Thanks to Chris Cole at the Drone Wars UK website for providing The DEW Line with the most detailed stats we’ve seen so far about the Royal Air Force’s use of armed Reapers in Afghanistan over the last half-decade. Here’s a Crown Copyright image showing one of the type on the ground at Kandahar airfield, with a combat load of two Paveway-series precision-guided bombs and four Hellfire missiles.
Acquired from the Ministry of Defence following a request made via the Freedom of Information Act, the data shows how the methodology for using the remotely piloted air system’s (to use the RAF’s preferred title) weapons load has changed over time.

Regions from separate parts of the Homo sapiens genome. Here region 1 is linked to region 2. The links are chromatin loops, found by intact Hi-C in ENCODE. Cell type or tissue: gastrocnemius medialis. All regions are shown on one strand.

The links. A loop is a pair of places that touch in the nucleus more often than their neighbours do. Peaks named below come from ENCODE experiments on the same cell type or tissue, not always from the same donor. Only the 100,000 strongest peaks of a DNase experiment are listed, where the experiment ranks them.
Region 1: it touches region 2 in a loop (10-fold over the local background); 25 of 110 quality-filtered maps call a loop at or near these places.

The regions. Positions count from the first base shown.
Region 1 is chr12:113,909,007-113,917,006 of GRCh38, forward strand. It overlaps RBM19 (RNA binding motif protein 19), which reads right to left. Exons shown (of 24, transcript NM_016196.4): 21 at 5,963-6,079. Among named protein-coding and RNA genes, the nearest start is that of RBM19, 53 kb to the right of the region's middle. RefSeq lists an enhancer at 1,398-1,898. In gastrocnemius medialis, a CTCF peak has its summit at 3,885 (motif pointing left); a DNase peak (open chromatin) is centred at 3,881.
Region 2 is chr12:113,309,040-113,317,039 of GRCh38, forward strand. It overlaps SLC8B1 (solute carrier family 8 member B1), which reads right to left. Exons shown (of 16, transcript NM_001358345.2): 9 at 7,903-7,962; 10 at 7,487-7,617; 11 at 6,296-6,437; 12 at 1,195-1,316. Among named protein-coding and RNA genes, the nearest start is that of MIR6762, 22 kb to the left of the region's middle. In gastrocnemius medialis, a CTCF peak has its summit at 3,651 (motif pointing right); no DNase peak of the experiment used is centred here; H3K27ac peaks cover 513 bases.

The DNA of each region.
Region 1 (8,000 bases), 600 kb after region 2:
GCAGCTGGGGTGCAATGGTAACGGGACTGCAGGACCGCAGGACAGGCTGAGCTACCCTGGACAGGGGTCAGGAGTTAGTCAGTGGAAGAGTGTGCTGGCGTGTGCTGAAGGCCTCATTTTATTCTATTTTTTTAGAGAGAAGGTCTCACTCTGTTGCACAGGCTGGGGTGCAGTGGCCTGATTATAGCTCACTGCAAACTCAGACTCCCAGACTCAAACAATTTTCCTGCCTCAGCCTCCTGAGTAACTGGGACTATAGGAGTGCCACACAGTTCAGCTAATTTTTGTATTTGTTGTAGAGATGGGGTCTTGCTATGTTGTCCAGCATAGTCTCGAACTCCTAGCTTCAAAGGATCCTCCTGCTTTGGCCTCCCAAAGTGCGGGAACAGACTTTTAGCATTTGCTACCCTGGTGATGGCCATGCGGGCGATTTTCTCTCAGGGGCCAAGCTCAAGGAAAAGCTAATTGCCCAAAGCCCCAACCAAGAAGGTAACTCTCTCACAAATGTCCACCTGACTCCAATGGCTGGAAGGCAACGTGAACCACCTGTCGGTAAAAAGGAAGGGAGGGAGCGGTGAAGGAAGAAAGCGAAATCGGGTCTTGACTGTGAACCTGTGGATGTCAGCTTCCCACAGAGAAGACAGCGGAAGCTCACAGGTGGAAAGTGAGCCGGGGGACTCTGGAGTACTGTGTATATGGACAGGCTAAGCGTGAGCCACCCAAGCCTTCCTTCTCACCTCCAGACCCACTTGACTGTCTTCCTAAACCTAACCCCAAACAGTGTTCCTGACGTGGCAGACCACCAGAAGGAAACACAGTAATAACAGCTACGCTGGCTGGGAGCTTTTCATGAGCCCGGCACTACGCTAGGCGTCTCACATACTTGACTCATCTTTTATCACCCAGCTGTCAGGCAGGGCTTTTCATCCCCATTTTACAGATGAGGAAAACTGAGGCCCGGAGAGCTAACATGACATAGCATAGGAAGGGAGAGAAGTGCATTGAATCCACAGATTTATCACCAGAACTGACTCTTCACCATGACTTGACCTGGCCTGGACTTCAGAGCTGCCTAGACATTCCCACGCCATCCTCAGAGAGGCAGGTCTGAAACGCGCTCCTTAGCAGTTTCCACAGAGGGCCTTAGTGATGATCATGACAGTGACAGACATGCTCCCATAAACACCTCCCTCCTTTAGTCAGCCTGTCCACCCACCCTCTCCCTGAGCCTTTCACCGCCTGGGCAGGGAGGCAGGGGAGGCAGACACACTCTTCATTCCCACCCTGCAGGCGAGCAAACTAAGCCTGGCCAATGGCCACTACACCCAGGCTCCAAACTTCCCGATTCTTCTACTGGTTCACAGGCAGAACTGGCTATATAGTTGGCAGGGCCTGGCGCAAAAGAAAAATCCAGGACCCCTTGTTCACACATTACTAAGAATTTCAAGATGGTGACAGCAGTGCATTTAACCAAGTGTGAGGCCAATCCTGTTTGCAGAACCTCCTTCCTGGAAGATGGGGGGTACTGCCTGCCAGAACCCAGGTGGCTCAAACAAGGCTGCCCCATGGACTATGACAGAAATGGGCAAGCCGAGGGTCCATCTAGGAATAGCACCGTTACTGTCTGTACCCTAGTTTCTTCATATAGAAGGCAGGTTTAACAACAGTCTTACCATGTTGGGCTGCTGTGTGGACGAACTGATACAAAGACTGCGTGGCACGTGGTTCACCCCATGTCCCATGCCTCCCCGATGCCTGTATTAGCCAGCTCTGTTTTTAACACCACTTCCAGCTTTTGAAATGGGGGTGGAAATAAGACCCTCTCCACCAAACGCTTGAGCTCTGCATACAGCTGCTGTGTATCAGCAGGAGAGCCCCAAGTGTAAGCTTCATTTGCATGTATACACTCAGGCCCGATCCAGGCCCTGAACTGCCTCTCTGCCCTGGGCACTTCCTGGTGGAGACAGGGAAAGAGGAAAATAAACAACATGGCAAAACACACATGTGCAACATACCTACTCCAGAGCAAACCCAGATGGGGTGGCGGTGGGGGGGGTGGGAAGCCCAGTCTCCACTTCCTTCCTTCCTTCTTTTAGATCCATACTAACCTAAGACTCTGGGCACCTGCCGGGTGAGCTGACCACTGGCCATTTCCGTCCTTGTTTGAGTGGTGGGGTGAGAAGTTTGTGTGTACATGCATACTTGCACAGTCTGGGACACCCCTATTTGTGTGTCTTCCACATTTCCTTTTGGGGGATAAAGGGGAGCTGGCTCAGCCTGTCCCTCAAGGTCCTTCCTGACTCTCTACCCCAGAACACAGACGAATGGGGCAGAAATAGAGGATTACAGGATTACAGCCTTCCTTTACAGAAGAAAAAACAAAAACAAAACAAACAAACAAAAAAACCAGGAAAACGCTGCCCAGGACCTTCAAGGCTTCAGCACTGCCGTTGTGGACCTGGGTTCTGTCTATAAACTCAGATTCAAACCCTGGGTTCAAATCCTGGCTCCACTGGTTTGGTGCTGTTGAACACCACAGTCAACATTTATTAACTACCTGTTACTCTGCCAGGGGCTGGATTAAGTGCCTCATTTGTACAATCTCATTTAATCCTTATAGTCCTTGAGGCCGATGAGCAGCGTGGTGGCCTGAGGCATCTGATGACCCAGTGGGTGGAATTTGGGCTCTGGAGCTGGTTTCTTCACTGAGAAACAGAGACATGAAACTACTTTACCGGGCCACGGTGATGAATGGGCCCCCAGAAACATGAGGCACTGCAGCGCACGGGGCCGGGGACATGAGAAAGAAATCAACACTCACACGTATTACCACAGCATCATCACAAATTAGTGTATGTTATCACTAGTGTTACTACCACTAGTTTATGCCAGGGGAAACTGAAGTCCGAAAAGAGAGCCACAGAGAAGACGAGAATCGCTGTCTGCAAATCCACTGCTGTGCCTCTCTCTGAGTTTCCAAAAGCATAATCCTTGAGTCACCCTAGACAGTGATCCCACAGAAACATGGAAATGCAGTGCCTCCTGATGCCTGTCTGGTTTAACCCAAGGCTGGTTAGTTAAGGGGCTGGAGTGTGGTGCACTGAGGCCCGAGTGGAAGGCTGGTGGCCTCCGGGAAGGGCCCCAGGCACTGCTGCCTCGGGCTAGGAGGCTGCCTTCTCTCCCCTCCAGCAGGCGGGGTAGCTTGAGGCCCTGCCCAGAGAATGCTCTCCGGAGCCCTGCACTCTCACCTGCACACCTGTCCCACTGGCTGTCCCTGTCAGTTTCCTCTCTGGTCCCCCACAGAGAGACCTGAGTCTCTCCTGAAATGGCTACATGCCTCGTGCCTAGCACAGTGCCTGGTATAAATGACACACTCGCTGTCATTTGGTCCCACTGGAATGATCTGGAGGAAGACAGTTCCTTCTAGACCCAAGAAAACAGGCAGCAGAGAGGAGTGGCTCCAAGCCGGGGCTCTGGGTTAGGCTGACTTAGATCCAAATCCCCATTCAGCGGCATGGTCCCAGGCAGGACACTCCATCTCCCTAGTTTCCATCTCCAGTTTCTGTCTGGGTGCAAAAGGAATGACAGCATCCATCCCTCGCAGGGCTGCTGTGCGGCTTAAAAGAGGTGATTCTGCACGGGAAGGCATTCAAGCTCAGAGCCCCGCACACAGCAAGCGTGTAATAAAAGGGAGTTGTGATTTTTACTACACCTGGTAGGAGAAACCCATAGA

Put simply, less is clearly more these days in the fight against the Taliban, as the use of 226kg (500lb) GBU-12 Paveways by the UK’s aircraft seemingly stopped before the end of 2011. For the Reaper force, the weapon of choice is now the smaller Hellfire, also used in Afghanistan by the British Army’s Apache AH1 attack helicopters. The sharp increase seen between 2008 and 2011 is largely due to the number of unmanned vehicles in use having expanded from one to five.